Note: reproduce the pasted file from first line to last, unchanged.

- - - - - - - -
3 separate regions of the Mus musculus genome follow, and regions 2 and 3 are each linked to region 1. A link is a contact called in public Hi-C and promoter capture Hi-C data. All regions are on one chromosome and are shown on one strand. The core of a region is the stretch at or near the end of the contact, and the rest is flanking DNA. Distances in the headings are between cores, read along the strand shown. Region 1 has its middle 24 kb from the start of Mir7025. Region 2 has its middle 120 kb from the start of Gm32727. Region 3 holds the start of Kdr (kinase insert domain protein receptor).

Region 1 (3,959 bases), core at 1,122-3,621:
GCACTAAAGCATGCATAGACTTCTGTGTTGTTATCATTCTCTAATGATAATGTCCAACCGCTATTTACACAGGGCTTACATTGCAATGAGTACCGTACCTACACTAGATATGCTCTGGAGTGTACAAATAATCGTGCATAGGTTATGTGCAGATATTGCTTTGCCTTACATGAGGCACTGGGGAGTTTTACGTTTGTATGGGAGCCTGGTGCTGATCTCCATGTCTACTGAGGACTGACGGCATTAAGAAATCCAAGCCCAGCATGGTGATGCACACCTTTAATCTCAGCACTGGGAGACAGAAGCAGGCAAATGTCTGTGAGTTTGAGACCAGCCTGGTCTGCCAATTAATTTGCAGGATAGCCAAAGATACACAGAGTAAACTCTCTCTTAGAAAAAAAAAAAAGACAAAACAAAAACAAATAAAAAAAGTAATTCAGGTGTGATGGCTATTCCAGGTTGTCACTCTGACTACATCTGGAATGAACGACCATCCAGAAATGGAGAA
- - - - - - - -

3 separate regions of the Mus musculus genome follow, and regions 2 and 3 are each linked to region 1. A link is a contact called in public Hi-C and promoter capture Hi-C data. All regions are on one chromosome and are shown on one strand. The core of a region is the stretch at or near the end of the contact, and the rest is flanking DNA. Distances in the headings are between cores, read along the strand shown. Region 1 has its middle 24 kb from the start of Mir7025. Region 2 has its middle 120 kb from the start of Gm32727. Region 3 holds the start of Kdr (kinase insert domain protein receptor).

Region 1 (3,959 bases), core at 1,122-3,621:
GCACTAAAGCATGCATAGACTTCTGTGTTGTTATCATTCTCTAATGATAATGTCCAACCGCTATTTACACAGGGCTTACATTGCAATGAGTACCGTACCTACACTAGATATGCTCTGGAGTGTACAAATAATCGTGCATAGGTTATGTGCAGATATTGCTTTGCCTTACATGAGGCACTGGGGAGTTTTACGTTTGTATGGGAGCCTGGTGCTGATCTCCATGTCTACTGAGGACTGACGGCATTAAGAAATCCAAGCCCAGCATGGTGATGCACACCTTTAATCTCAGCACTGGGAGACAGAAGCAGGCAAATGTCTGTGAGTTTGAGACCAGCCTGGTCTGCCAATTAATTTGCAGGATAGCCAAAGATACACAGAGTAAACTCTCTCTTAGAAAAAAAAAAAAGACAAAACAAAAACAAATAAAAAAAGTAATTCAGGTGTGATGGCTATTCCAGGTTGTCACTCTGACTACATCTGGAATGAACGACCATCCAGAAATGGAGAA